Of the 16,577 and 42,990 cases identified in the OCR and SEER registries, respectively, squamous cancer was by far the most common histology (94.1% in OCR, 94.6% in SEER) and will form the main subject of this report. The distribution of squamous cancers by site, subsite, age, and gender were remarkably similar in the two populations. Overall, the incidence was about 17% higher in the U.S. than in Ontario, and this difference was seen for all sites except the nasopharynx, which was more common in Ontario. The higher incidence in the U.S. in part reflects the much higher rate for African Americans than for Americans of other ethnic backgrounds. During the first 5 years after diagnosis, when most deaths from UADT cancer occur, there was a significant relative survival difference in favor of the U.S. for cancer of the supraglottis, and in favor of Ontario for cancer of the oral cavity. There was a nonsignificant trend in favor of Ontario for cancer of the nasopharynx. Within the SEER population, for all sites except the nasopharynx, 5-year relative survival was considerably worse for African Americans than for Americans of other ethnic backgrounds. Examination of survival beyond 5 years after diagnosis for patients who had survived the first 5 years revealed that for all sites, the observed survival continued to diverge markedly from the expected survival. The excess mortality ranged from less than 20% for glottic and nasopharyngeal cancers to about 30-40% for oropharyngeal and supraglottic cancers.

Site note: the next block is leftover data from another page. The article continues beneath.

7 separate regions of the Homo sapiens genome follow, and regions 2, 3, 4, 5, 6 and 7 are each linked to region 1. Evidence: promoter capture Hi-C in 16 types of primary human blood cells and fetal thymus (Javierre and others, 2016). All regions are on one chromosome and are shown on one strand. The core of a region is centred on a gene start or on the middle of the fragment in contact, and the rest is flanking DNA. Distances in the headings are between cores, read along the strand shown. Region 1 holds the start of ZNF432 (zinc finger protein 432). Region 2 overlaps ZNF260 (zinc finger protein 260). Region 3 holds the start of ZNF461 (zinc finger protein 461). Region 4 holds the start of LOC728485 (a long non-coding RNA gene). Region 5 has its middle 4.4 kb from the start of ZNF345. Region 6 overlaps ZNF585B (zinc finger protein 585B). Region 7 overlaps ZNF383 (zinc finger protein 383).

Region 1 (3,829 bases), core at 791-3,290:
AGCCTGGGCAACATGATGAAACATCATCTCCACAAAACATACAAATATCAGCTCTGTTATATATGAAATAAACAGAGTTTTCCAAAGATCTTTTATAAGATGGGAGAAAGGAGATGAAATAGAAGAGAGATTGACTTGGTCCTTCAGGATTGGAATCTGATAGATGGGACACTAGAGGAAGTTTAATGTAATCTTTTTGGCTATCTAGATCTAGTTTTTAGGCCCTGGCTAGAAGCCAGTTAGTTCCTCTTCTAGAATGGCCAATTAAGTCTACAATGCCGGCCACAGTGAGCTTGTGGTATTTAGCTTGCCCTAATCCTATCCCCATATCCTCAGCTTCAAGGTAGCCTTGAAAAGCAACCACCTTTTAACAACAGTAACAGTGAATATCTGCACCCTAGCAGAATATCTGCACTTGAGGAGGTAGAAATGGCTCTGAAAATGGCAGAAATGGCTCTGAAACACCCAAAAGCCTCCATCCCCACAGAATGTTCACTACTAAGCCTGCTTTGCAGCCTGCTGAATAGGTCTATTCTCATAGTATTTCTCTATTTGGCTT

Despite remarkable similarities in case mix between the two countries, UADT cancers were more frequent in the SEER population of the U.S. than in Ontario, and this was partly attributable to the much higher incidence among African Americans. Significant differences between the registries in 5-year survival were seen for several sites. African Americans with UADT cancers had much worse prognoses than did Americans of other ethnic backgrounds. Patients who survive their UADT cancer remain at a higher-than-expected risk of death even after they have been cured.